Treatment Guideline Chart
Primary herpes simplex virus (HSV) infection is first infection with either herpes simplex virus-1 (HSV-1) or herpes simplex virus-2 (HSV-2) in individuals who do not have antibodies to either HSV-1 or HSV-2.
First episode-non primary infection is infection with either HSV-1 or HSV-2 in individuals who have previously existing antibodies against HSV-1 or HSV-2 respectively.
Recurrent HSV infection results from reactivation of latent virus. It is usually brought about by triggering factors eg UV light, immunosuppression.
Orolabial HSV disease is mostly caused by HSV-1 that occurs most commonly in children <5 years of age. It is transmitted through close contact with individuals who have active viral shedding.
Genital HSV disease is caused by HSV-2 that is the usual cause of herpes genitalis. It typically occurs in adults and transmitted through sexual contact.

Herpes%20simplex%20virus%20infection Management

Patient and Parent Counseling

  • Reduce patient’s anxiety and help patients to cope with the infection by educating them on the natural history of the disease, recurrent episodes, risk for human immunodeficiency virus (HIV), diagnostic testings, antiviral treatments, sexual relationships and perinatal transmission
  • Discuss treatment options:
    • Episodic treatment vs suppressive treatment
    • If patient has ≥6 episodes/year, consider suppressive treatment
      • Suppressive treatment may incur higher costs and inconvenience
    • Increase fluid intake to dilute urine


  • Recurrences of herpes labialis can be prevented by avoiding triggers (eg UV light exposure) and sunscreen use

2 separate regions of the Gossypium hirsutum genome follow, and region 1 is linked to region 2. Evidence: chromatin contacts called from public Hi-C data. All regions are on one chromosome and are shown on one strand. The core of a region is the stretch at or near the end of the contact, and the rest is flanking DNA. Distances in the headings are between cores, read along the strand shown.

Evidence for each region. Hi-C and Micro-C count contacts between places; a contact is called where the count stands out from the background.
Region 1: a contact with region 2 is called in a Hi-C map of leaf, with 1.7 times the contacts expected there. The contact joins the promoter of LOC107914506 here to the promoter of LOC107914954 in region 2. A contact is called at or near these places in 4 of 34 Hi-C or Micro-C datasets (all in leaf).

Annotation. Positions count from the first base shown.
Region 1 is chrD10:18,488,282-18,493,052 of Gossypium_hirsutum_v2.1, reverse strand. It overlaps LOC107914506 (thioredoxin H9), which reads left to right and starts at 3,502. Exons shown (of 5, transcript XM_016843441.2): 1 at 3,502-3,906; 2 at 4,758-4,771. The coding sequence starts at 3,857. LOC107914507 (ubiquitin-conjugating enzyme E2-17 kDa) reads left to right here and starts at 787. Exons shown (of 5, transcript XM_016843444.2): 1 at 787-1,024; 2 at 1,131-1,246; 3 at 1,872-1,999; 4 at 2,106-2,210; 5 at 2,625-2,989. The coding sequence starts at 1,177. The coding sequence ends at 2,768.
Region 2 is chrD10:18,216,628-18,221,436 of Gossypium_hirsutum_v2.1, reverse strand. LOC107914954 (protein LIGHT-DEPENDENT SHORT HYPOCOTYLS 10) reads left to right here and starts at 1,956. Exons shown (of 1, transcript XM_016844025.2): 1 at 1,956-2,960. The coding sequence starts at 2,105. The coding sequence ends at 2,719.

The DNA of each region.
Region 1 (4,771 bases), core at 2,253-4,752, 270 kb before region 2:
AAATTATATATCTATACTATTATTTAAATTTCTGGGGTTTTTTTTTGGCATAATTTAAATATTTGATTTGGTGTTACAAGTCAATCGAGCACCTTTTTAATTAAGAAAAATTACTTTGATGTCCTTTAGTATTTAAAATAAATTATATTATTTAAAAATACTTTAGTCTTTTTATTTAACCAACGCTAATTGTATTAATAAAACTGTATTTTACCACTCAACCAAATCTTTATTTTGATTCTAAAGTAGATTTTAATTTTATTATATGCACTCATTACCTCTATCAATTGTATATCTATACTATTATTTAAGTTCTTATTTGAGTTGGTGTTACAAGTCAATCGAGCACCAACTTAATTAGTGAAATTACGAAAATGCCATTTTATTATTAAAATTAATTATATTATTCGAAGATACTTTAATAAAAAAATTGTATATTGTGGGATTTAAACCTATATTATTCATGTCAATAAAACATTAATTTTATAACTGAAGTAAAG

• Educate patient on how to prevent transmission of genital herpes by:
    • Abstaining from sexual contact during lesion recurrences or prodromes
    • Limiting the number of sexual partners
    • Informing sexual partner or former sexual partner(s) from preceding 60 days prior to diagnosis to seek evaluation and treatment
    • Understanding that asymptomatic viral shedding may cause transmission
      • Asymptomatic viral shedding is more likely to occur with HSV-2 infection, in the 1st year following an infection, or if recurrences are symptomatic; however, shedding decreases with time
    • Using a condom to protect against transmission (not foolproof)
      • Correct use of condoms reduces the risk of genital herpes because the infected area or site of potential exposure is covered

Management Strategies for Recurrent Genital Herpes

Supportive Treatment Alone
  • Recurrent infections are generally self-limiting, less severe with a shorter duration of symptoms and supportive treatment alone may be effective to control symptoms
Episodic Antiviral Treatment
  • Patient-initiated therapy that needs to be pre-prescribed
    • Start antiviral therapy as soon as possible within 1 day of lesion onset or during the prodrome that heralds some outbreak
  • Best for HSV-infected patients who have mild symptoms and infrequent recurrences
  • Reduces duration of symptoms by 1-2 days
Suppressive Antiviral Therapy
  • Recommended in patients with frequent recurrent genital herpes (≥6 episodes/year), severe or painful prodromes, pregnant patients with herpetic lesions in the last trimester, patients with psychological problems due to the infection, and in immunocompromised patients
  • Used to decrease frequency of recurrences, chance of transmission and provide relief of symptoms
  • Antiviral suppress symptomatic and asymptomatic viral shedding
    • Reduces clinical outbreaks and viral shedding by 80% and 95% respectively
  • Full suppressive effect is usually obtained when in treatment for 5 days
  • Outbreaks during therapy should investigate for poor compliance, need for dose adjustments, resistance or incorrect diagnosis
  • Annual evaluation and cessation of therapy after 1 year is required to assess frequency of recurrences
    • Period of assessment should include 2 recurrences to view both severity and frequency
    • It is safe and advisable to restart suppressive treatment in patients who continue to have significant infection
  • Suppressive treatment may incur higher costs and inconvenience

Follow Up

  • Interrupt treatment after 6 months-1 year to assess frequency of recurrence
  • Restart treatment if high rate of recurrences
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